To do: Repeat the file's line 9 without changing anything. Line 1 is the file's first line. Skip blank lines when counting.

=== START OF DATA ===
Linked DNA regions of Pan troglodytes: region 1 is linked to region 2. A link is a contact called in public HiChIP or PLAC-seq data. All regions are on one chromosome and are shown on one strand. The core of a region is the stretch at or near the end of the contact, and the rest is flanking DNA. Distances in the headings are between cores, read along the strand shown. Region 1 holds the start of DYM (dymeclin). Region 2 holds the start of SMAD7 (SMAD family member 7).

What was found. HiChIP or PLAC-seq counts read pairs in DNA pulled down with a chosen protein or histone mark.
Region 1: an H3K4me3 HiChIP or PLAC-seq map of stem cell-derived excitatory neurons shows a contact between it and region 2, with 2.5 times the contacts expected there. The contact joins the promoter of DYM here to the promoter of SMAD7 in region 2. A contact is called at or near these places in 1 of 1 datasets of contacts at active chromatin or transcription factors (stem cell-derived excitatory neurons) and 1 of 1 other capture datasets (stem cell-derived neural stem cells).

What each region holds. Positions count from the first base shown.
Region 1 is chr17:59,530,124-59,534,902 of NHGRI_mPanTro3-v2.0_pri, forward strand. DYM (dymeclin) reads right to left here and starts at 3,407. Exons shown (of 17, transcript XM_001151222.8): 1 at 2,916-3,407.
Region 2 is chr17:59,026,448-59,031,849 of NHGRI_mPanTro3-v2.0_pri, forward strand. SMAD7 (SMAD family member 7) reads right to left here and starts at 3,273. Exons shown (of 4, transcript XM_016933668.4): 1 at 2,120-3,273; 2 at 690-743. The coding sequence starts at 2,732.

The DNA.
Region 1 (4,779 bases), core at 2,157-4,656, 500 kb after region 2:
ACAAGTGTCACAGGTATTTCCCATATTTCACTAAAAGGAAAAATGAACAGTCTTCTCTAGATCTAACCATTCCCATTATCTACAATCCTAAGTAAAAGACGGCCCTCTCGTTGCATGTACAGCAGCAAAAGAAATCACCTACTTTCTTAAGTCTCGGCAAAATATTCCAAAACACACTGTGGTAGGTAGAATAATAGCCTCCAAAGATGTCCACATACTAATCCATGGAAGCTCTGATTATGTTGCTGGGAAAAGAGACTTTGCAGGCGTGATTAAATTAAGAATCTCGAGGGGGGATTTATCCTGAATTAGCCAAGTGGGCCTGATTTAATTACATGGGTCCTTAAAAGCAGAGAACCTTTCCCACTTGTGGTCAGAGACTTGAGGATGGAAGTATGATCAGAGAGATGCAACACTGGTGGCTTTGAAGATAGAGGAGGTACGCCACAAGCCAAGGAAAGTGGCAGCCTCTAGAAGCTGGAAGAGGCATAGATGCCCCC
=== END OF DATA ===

ACAAGTGTCACAGGTATTTCCCATATTTCACTAAAAGGAAAAATGAACAGTCTTCTCTAGATCTAACCATTCCCATTATCTACAATCCTAAGTAAAAGACGGCCCTCTCGTTGCATGTACAGCAGCAAAAGAAATCACCTACTTTCTTAAGTCTCGGCAAAATATTCCAAAACACACTGTGGTAGGTAGAATAATAGCCTCCAAAGATGTCCACATACTAATCCATGGAAGCTCTGATTATGTTGCTGGGAAAAGAGACTTTGCAGGCGTGATTAAATTAAGAATCTCGAGGGGGGATTTATCCTGAATTAGCCAAGTGGGCCTGATTTAATTACATGGGTCCTTAAAAGCAGAGAACCTTTCCCACTTGTGGTCAGAGACTTGAGGATGGAAGTATGATCAGAGAGATGCAACACTGGTGGCTTTGAAGATAGAGGAGGTACGCCACAAGCCAAGGAAAGTGGCAGCCTCTAGAAGCTGGAAGAGGCATAGATGCCCCC